2. Weder S, Hoffmann M, Becker K, Alexy U, Keller M. Energy, macronutrient intake, and anthropometrics of vegetarian, vegan, and omnivorous children (1-3 years) in Germany (VeChi diet study). Nutrients. 2019;11(4)
3. Alexy U, Fischer M, Weder S, Längler A, Michalsen A, Sputtek A, Keller M. Nutrient Intake and Status of German Children and Adolescents Consuming Vegetarian, Vegan or Omnivore Diets: Results of the VeChi Youth Study. Nutrients. 2021 May 18;13(5):1707.
4. Allès B, Baudry J, Méjean C, et al. Comparison of Sociodemographic and Nutritional Characteristics between Self-Reported Vegetarians, Vegans, and Meat-Eaters from the NutriNet-Santé Study. Nutrients. 2017;9(9):1023. Published 2017 Sep 15. doi:10.3390/nu9091023
5. Rizzo NS, Jaceldo-Siegl K, Sabate J, Fraser GE. Nutrient profiles of vegetarian and nonvegetarian dietary patterns. J Acad Nutr Diet. 2013 Dec;113(12):1610-9.
6. Sobiecki JG, Appleby PN, Bradbury KE, Key TJ. High compliance with dietary recommendations in a cohort of meat eaters, fish eaters, vegetarians, and vegans: results from the European Prospective Investigation into Cancer and Nutrition-Oxford study. Nutr Res. 2016 May;36(5):464-77.
7. Clarys P, Deliens T, Huybrechts I, Deriemaeker P, Vanaelst B, De Keyzer W, Hebbelinck M, Mullie P. Comparison of nutritional quality of the vegan, vegetarian, semi-vegetarian, pesco-vegetarian and omnivorous diet. Nutrients. 2014 Mar 24;6(3):1318-32.
8. Kristensen NB, Madsen ML, Hansen TH, et al. Intake of macro- and micronutrients in Danish vegans [published correction appears in Nutr J. 2016;15:16]. Nutr J. 2015;14:115. Published 2015 Oct 30. doi:10.1186/s12937-015-0103-3
9. Schüpbach R, Wegmüller R, Berguerand C, Bui M, Herter-Aeberli I. Micronutrient status and intake in omnivores, vegetarians and vegans in Switzerland. Eur J Nutr. 2017 Feb;56(1):283-293.
10. Weikert C, Trefflich I, Menzel J, Obeid R, Longree A, Dierkes J, Meyer K, Herter-Aeberli I, Mai K, Stangl GI, Müller SM, Schwerdtle T, Lampen A, Abraham K. Vitamin and Mineral Status in a Vegan Diet. Dtsch Arztebl Int. 2020 Aug 31;117(35-36):575-582.
11. Elorinne AL, Alfthan G, Erlund I, et al. Food and Nutrient Intake and Nutritional Status of Finnish Vegans and Non-Vegetarians [published correction appears in PLoS One. 2016;11(3):e0151296]. PLoS One. 2016;11(2):e0148235. Published 2016 Feb 3.
12. Elliott LJ, Keown-Stoneman CD, Birken CS, Jenkins DJ, Borkhoff CM, Maguire JL. Vegetarian Diet, Growth, and Nutrition in Early Childhood: A Longitudinal Cohort Study. Pediatrics. 2022 May 2.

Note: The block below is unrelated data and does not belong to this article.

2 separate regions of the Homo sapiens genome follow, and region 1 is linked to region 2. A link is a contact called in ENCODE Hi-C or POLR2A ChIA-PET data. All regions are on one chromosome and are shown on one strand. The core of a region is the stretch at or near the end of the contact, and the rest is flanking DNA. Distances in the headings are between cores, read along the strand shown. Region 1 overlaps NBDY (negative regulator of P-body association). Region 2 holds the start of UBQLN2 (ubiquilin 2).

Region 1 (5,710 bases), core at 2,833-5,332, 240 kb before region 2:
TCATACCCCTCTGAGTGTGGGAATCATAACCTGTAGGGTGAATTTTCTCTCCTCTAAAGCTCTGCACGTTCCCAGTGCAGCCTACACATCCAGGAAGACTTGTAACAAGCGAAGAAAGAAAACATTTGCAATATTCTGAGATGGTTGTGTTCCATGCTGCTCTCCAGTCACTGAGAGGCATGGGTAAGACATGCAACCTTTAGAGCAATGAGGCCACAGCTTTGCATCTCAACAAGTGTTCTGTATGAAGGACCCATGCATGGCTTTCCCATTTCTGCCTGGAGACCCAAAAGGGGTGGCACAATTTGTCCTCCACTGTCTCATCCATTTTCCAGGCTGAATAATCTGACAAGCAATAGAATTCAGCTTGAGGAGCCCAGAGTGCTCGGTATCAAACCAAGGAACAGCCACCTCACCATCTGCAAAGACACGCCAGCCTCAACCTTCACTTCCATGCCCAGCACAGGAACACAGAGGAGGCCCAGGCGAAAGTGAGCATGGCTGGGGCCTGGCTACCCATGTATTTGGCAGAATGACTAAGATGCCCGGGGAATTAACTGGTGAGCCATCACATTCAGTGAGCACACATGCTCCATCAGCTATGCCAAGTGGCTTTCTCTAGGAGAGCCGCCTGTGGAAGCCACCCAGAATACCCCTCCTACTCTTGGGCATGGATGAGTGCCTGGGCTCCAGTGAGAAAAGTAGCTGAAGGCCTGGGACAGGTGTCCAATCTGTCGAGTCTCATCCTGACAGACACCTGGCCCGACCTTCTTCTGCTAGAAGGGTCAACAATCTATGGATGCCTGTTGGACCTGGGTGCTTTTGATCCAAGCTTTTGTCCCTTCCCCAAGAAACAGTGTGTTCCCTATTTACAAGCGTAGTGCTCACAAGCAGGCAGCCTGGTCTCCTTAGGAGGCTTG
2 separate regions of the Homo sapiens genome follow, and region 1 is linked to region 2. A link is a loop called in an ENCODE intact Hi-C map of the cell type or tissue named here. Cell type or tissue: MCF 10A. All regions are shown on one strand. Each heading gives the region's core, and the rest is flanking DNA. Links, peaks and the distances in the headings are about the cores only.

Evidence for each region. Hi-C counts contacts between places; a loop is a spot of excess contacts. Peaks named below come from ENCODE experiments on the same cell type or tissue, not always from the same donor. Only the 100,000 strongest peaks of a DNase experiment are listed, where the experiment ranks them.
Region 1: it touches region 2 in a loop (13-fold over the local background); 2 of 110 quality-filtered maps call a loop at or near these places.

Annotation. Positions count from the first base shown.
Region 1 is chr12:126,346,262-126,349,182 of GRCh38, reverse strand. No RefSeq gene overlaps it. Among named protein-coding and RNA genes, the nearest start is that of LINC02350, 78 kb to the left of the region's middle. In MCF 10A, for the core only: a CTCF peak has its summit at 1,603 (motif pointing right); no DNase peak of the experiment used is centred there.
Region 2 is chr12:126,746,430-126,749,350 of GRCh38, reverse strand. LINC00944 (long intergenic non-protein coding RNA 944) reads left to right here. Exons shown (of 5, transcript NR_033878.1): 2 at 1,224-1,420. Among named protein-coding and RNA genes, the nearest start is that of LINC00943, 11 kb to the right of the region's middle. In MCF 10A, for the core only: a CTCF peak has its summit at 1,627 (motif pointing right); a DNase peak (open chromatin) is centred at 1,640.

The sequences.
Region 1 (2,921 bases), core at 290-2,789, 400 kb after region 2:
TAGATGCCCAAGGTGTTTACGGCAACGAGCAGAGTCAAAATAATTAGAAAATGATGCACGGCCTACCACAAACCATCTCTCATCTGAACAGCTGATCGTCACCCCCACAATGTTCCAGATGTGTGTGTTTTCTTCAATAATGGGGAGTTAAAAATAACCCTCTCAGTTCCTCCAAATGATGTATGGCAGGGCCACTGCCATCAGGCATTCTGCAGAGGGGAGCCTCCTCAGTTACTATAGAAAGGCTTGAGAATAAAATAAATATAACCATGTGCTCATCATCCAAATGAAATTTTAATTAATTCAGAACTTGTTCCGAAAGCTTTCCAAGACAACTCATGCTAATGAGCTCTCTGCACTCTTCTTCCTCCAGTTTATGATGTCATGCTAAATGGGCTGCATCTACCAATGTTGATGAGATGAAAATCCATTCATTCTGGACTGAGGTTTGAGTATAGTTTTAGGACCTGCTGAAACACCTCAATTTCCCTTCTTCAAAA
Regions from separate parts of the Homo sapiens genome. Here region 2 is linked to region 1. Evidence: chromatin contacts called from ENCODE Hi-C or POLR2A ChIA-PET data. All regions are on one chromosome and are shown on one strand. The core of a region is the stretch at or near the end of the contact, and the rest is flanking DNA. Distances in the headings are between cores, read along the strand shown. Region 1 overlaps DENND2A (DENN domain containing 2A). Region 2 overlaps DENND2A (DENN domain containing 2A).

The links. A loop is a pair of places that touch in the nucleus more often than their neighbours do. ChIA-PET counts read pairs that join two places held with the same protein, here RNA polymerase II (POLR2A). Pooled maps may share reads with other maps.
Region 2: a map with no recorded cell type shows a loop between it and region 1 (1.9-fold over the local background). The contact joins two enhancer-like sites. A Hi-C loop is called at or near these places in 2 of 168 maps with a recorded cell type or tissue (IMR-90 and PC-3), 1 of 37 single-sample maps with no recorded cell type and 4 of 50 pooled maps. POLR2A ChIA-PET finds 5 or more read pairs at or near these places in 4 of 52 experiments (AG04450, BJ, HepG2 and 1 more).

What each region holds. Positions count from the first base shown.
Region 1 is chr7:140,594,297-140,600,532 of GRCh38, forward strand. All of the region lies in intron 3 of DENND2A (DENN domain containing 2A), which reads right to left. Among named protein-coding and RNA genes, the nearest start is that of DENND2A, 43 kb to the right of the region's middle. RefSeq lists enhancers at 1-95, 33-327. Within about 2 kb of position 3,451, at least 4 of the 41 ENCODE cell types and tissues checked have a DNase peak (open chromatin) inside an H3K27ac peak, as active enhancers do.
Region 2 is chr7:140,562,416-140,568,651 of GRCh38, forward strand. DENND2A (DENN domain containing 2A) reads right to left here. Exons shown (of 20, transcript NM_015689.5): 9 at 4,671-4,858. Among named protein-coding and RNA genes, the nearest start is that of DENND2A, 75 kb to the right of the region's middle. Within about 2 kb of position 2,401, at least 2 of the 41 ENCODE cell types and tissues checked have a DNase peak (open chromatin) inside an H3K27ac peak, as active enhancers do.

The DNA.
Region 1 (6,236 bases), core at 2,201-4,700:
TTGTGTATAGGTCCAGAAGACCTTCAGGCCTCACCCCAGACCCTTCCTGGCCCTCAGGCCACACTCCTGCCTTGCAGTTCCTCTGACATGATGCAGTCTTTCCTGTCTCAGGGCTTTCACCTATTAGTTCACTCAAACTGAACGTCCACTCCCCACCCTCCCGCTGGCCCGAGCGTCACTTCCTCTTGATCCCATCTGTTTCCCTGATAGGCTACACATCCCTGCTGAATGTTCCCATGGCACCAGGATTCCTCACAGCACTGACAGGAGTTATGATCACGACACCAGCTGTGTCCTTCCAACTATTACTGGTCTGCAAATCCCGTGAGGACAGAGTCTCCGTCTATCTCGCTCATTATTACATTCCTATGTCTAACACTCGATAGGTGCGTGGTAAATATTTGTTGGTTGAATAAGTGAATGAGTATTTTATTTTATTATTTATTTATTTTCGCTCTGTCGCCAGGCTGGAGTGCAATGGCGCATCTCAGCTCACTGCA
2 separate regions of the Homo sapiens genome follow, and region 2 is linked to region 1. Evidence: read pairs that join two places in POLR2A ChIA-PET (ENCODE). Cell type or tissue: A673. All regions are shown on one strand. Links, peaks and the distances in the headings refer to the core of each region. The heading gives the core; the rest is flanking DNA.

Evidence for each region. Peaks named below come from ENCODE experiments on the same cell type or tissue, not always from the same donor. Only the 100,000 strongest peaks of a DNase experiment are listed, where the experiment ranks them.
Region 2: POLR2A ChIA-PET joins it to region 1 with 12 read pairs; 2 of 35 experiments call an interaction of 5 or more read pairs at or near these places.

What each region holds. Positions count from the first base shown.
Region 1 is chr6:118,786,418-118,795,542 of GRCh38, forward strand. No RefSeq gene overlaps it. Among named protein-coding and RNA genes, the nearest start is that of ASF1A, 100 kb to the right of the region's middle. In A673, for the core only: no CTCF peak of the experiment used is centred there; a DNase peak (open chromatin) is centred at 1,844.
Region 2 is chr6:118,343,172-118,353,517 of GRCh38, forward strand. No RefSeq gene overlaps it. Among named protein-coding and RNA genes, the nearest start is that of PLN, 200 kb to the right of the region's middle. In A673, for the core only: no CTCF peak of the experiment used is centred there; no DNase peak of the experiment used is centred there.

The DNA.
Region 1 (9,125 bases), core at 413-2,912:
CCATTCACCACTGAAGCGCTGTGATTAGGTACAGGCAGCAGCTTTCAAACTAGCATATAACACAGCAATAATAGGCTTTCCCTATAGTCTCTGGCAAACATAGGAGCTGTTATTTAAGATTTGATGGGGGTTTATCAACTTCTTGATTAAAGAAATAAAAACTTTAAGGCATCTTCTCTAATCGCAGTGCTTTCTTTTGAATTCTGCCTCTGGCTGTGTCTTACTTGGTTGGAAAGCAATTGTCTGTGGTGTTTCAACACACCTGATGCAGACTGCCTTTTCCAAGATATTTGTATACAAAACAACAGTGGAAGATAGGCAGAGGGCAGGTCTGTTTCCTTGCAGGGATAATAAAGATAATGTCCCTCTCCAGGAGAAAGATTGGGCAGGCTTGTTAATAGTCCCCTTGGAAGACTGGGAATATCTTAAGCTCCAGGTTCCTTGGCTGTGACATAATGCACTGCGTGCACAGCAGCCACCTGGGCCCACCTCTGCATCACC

10:00 am – 10:30 am Break - - - - -
10:30 am – 11:30 am Session 19 - Evidence-Based Weight Loss Michael Greger, MD 1 1 1 1

SUMMARY

What does the science show is the best way to lose weight? Dr. Greger has scoured the world’s scholarly literature and developed this new presentation based on the latest in cutting-edge research based on his new book How Not to Diet. He will touch on the 17 ingredients to the optimal weight loss diet and cover some of the 21 tricks and tweaks for fast-tracking weight loss, which include specific foods that can double as fat blockers and fat burners, starch blockers and appetite suppressants.

OBJECTIVES

1. Recognize three dietary components that may be considered characteristic of an optimal weight loss diet.
2. Analyze the randomized, controlled study that, without caloric restriction or an exercise component, led to the greatest reported weight loss at both 6 and 12 months.
3. Demonstrate that some foods can act as fat blockers, starch blockers, appetite suppressants, and that can counter the metabolic slowing that accompanies weight loss.

REFERENCES

1. Malik VS, Willett WC, Hu FB. The revised nutrition facts label: a step forward and more room for improvement. JAMA. 2016;316(6):583-584.
2. López M. Hypothalamic AMPK: a golden target against obesity? Eur J Endocrinol. 2017;176(5):R235-R246.
3. Daryabeygi-Khotbehsara R, Golzarand M, Ghaffari MP, Djafarian K. Nigella sativa improves glucose homeostasis and serum lipids in type 2 diabetes: a systematic review and meta-analysis. Complement Ther Med. 2017;35:6-13.

11:30 am – 2:00 pm Session 20 - LUNCH and Panel Discussion: Everyday Ideas for Practice Scott Stoll, MD, FABPMR
Andy Bellatti, MS, RD
Michael Klaper, MD
Michelle Joy Kramer, CHHC, AADP
Melissa Mondala, MD, MHA, MS
2 2 2 2

SUMMARY

S. Stoll, MD, A. Bellatti, RD, M. Klaper, MD, Michelle Joy Kramer, CHHC, AADP and Melissa Mondala, MD, MHA, MS are all part of a guided discussion and Q&A session focused on the application of plant-based nutrition in a clinical setting.

OBJECTIVES

1. Assess the different types of practice models and steps necessary to transition individual practices to include lifestyle medicine interventions.
2. Develop a plan for first steps toward the implementation and/or modification of individual clinical practices.
3. Examine and answer the most common questions regarding the clinical practice of lifestyle medicine and implementation of practical, tested solutions that optimize patient care.